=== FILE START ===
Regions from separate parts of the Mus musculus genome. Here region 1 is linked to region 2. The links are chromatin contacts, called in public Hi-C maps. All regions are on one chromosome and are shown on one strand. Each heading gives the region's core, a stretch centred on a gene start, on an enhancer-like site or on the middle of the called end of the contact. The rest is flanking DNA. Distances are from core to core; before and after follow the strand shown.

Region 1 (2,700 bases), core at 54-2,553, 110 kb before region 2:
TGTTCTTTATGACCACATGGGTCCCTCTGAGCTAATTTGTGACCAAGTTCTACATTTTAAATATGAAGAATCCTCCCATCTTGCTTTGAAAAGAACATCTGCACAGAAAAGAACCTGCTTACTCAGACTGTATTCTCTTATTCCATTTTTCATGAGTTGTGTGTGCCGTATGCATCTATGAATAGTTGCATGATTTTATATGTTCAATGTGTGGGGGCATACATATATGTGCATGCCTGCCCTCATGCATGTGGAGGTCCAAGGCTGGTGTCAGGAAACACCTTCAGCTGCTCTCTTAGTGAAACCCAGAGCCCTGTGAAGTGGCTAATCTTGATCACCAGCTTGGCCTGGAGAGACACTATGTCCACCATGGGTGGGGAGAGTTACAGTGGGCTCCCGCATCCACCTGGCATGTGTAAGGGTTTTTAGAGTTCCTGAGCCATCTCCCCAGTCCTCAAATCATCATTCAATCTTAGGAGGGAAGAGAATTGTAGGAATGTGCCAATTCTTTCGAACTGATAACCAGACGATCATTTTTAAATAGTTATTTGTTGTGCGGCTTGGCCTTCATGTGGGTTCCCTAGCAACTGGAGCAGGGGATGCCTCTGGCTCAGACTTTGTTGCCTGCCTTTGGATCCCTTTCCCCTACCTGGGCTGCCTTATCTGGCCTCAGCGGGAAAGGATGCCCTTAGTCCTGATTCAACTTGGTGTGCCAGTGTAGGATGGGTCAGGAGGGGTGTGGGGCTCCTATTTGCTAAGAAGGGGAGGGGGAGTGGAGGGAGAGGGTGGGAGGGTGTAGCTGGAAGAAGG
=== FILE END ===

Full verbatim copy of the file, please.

Regions from separate parts of the Mus musculus genome. Here region 1 is linked to region 2. The links are chromatin contacts, called in public Hi-C maps. All regions are on one chromosome and are shown on one strand. Each heading gives the region's core, a stretch centred on a gene start, on an enhancer-like site or on the middle of the called end of the contact. The rest is flanking DNA. Distances are from core to core; before and after follow the strand shown.

Region 1 (2,700 bases), core at 54-2,553, 110 kb before region 2:
TGTTCTTTATGACCACATGGGTCCCTCTGAGCTAATTTGTGACCAAGTTCTACATTTTAAATATGAAGAATCCTCCCATCTTGCTTTGAAAAGAACATCTGCACAGAAAAGAACCTGCTTACTCAGACTGTATTCTCTTATTCCATTTTTCATGAGTTGTGTGTGCCGTATGCATCTATGAATAGTTGCATGATTTTATATGTTCAATGTGTGGGGGCATACATATATGTGCATGCCTGCCCTCATGCATGTGGAGGTCCAAGGCTGGTGTCAGGAAACACCTTCAGCTGCTCTCTTAGTGAAACCCAGAGCCCTGTGAAGTGGCTAATCTTGATCACCAGCTTGGCCTGGAGAGACACTATGTCCACCATGGGTGGGGAGAGTTACAGTGGGCTCCCGCATCCACCTGGCATGTGTAAGGGTTTTTAGAGTTCCTGAGCCATCTCCCCAGTCCTCAAATCATCATTCAATCTTAGGAGGGAAGAGAATTGTAGGAATGTGCCAATTCTTTCGAACTGATAACCAGACGATCATTTTTAAATAGTTATTTGTTGTGCGGCTTGGCCTTCATGTGGGTTCCCTAGCAACTGGAGCAGGGGATGCCTCTGGCTCAGACTTTGTTGCCTGCCTTTGGATCCCTTTCCCCTACCTGGGCTGCCTTATCTGGCCTCAGCGGGAAAGGATGCCCTTAGTCCTGATTCAACTTGGTGTGCCAGTGTAGGATGGGTCAGGAGGGGTGTGGGGCTCCTATTTGCTAAGAAGGGGAGGGGGAGTGGAGGGAGAGGGTGGGAGGGTGTAGCTGGAAGAAGG